MPs: HMRC has bitten off more than it can chew
The UK tax department is struggling to stay on top of 15 simultaneous transformation initiatives and risks being blown further off course by Brexit, the Commons Public Accounts Committee (PAC) warned last week.
While the MPs’ report relies heavily on last year’s audit of the 2016-17 HMRC accounts by the National Audit Office, the committee grilled HMRC chief executive Jon Thompson and his colleagues in November 2017 on some of the issues raised, including internal efficiencies, savings claims and customer service.
The MPs also looked into HMRC’s shift to 13 regional centres and found that the costs had risen by almost £600m (an increase of 22%); yet another example where the claimed benefits were not stacking up once the department attempted to implement change.
HMRC officials revealed that they had around 250 transformation projects in their portfolio – and that Brexit would add another 40 or so. With so much going on and not enough resources in place to support them, HMRC needed to make “difficult decisions”, said PAC chair Meg Hillier. The big risk, as she saw it, was that HMRC would be driven by the need to maximise revenue rather than considering the needs of all taxpayers.
‘Not credible to continue as is’
Thompson responded to the committee in November, “I do not believe it is credible for us to continue with the transformation programme as it is.” As a result, he and his senior managers had undertaken a reprioritisation exercise but were not in a position to reveal the details to the MPs.
The committee examined how the department was reacting to the falling estimates of savings from its regional reorganisation and technology transformation project (including MTD), as revealed in last year’s HMRC accounts.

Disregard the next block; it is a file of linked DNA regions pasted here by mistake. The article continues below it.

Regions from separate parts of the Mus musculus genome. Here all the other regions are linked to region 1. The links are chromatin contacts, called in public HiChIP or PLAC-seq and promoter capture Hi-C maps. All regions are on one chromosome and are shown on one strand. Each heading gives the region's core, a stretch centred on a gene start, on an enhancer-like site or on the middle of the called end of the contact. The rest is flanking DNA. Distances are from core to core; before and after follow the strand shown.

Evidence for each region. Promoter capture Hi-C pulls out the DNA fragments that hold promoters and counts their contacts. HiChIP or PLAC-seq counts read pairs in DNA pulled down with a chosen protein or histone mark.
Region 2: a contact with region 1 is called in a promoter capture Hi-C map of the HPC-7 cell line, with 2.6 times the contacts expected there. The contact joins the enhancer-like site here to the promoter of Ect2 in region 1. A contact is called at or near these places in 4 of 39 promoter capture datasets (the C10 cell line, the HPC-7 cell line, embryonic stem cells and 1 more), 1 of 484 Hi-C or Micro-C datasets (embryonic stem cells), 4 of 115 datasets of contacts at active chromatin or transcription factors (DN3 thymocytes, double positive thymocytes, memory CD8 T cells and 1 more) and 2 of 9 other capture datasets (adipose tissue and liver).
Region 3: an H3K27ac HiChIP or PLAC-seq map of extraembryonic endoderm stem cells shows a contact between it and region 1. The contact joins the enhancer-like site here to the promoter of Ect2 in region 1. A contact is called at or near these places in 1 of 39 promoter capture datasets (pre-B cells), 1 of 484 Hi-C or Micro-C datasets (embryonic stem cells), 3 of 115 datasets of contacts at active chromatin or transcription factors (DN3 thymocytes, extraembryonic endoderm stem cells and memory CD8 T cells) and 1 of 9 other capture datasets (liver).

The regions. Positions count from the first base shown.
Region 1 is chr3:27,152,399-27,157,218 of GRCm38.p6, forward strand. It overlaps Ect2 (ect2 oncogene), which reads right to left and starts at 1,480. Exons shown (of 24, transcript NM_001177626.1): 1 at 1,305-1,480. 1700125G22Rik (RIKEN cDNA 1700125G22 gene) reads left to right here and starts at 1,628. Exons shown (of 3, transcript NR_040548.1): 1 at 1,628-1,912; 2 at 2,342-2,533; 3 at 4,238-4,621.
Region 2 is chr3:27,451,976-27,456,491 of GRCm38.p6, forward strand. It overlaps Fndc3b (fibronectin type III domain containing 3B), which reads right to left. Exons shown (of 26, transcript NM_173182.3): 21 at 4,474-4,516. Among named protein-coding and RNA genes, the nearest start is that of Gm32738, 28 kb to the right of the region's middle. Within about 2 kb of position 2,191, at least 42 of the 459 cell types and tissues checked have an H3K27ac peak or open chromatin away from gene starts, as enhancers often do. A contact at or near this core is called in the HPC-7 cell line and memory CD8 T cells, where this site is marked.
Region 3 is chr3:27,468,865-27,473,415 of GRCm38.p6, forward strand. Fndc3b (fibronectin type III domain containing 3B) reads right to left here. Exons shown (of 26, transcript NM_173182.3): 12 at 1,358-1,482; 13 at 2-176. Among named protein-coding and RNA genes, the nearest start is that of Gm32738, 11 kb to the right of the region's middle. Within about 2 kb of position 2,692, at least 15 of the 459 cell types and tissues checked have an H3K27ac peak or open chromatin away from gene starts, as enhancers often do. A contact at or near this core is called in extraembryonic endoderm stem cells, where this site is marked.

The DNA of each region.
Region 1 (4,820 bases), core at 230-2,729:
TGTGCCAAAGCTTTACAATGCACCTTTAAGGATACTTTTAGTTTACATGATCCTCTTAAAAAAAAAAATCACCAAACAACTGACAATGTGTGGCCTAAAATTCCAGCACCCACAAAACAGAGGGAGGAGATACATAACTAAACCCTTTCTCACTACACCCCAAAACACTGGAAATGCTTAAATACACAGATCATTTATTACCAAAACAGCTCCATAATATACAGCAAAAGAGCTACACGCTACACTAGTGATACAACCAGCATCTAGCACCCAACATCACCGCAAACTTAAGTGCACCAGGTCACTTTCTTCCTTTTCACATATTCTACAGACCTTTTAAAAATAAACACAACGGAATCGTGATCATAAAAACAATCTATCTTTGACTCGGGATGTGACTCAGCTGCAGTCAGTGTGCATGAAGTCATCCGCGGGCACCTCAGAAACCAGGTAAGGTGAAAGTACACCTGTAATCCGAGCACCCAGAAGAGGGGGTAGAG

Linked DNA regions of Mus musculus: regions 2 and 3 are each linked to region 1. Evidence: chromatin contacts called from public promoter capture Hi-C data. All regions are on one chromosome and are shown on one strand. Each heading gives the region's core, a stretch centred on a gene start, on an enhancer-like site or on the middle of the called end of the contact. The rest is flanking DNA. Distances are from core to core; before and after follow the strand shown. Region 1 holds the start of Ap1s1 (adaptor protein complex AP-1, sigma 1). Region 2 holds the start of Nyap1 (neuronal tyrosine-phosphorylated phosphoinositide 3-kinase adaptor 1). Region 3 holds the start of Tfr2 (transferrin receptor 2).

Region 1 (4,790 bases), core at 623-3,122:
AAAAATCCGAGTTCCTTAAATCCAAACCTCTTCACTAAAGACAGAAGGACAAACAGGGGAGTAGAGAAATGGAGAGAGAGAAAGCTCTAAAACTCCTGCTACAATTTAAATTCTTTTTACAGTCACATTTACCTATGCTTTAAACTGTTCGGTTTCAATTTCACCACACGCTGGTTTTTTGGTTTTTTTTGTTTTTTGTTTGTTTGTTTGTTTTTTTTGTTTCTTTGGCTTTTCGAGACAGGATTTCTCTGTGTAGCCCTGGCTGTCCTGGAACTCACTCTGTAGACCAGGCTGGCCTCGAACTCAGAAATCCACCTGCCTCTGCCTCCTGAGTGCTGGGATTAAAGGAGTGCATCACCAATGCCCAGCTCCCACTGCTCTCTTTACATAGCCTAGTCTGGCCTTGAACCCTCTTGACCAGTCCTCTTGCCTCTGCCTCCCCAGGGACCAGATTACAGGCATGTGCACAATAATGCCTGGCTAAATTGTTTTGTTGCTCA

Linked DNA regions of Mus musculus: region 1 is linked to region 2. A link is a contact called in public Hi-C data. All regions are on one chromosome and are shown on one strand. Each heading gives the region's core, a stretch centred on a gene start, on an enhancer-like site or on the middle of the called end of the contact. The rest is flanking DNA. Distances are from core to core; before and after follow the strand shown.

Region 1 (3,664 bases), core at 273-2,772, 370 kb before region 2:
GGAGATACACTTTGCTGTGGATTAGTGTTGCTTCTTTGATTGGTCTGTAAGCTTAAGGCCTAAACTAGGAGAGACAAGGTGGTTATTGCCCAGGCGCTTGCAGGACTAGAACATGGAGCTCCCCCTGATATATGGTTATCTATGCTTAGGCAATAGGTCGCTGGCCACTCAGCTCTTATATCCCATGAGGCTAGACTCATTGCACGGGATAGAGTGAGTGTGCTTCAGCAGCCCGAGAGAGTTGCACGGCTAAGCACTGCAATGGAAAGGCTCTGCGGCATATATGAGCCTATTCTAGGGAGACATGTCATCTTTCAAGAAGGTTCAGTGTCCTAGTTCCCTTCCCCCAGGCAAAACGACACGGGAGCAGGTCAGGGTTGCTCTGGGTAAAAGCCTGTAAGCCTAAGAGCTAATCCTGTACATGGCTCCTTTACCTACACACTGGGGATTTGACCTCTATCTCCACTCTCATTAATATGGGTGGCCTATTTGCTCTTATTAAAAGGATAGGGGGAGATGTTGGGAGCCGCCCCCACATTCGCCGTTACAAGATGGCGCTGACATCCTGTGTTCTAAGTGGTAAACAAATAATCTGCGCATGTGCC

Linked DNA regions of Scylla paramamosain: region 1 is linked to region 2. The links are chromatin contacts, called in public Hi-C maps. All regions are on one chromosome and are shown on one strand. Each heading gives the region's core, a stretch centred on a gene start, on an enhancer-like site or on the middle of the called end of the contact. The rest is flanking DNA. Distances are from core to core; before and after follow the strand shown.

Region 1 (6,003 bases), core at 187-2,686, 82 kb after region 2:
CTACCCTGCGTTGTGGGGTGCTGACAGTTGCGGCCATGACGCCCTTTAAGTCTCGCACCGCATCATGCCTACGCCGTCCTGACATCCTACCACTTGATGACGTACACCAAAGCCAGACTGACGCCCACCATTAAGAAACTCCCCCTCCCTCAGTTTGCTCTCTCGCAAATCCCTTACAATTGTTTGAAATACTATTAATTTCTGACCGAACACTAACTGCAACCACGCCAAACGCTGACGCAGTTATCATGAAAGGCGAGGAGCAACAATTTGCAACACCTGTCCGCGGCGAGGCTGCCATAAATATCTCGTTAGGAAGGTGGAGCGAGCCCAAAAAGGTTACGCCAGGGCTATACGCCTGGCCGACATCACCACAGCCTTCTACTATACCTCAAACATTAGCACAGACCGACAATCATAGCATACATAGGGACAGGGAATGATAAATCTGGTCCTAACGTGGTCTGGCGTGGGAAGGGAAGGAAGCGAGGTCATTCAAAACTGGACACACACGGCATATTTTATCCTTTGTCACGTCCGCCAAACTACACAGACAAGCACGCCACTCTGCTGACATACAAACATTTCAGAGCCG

In response, Thompson said, “The assumptions that were made in 2015 about the reduction in customer contact and customer demand because of the digitisation agenda were extreme…
“Reaching those levels for a sustained period of five years will take a significant amount of work. If we do not reach them, customer services will be at some risk, which is something we have to avoid… we are very conscious of that.”
He claimed that HMRC was beginning to see movements in the right direction, with an 8% reduction in telephony demand, “but that needs to be sustained for four years”.
Professional bodies respond
Responding to the PAC report, ICAEW Tax Faculty chief Frank Haskew commented: “HMRC’s CEO has showed great candour about the problems facing HMRC and that something has to give. This is to be applauded. Government and HMRC now need to engage with taxpayers and stakeholders about what can realistically be achieved given the need to maintain standards.”
But the implications for service levels and the state of HMRC’s IT systems concerned Yvette Nunn, co-chair of ATT’s Technical Steering Group.
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“There are serious concerns as to whether HMRC’s digital infrastructure can cope today,” she said. “We have already seen unexpected system failures during the busy self assessment tax season in January 2018, as well as delays in giving agents access to the Trust Registration Service.”
CIOT tax policy director John Cullinane questioned some of the tax department’s claimed improvements in customer service and call handling. While HMRC is claiming clear improvements, the statistics warrant further investigation to see if this is due in part to switching off some services.
“For example, early in 2017 HMRC stopped providing pay and tax details over the phone to agents, because HMRC were being flooded with calls,” said Cullinane. “But they did this before a suitable alternative arrangement was made available. This risks HMRC being seen to say that customer service has improved, when in fact in some areas they are simply providing less of a service.”
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AccountingWEB’s Head of Insight has been with the site since 1999 and likes to spend his time studying accountants’ technology habits. When not nerding out, you can find him exploring obscure indie music and searching for the perfect organic sourdough loaf from his base in Brighton, UK.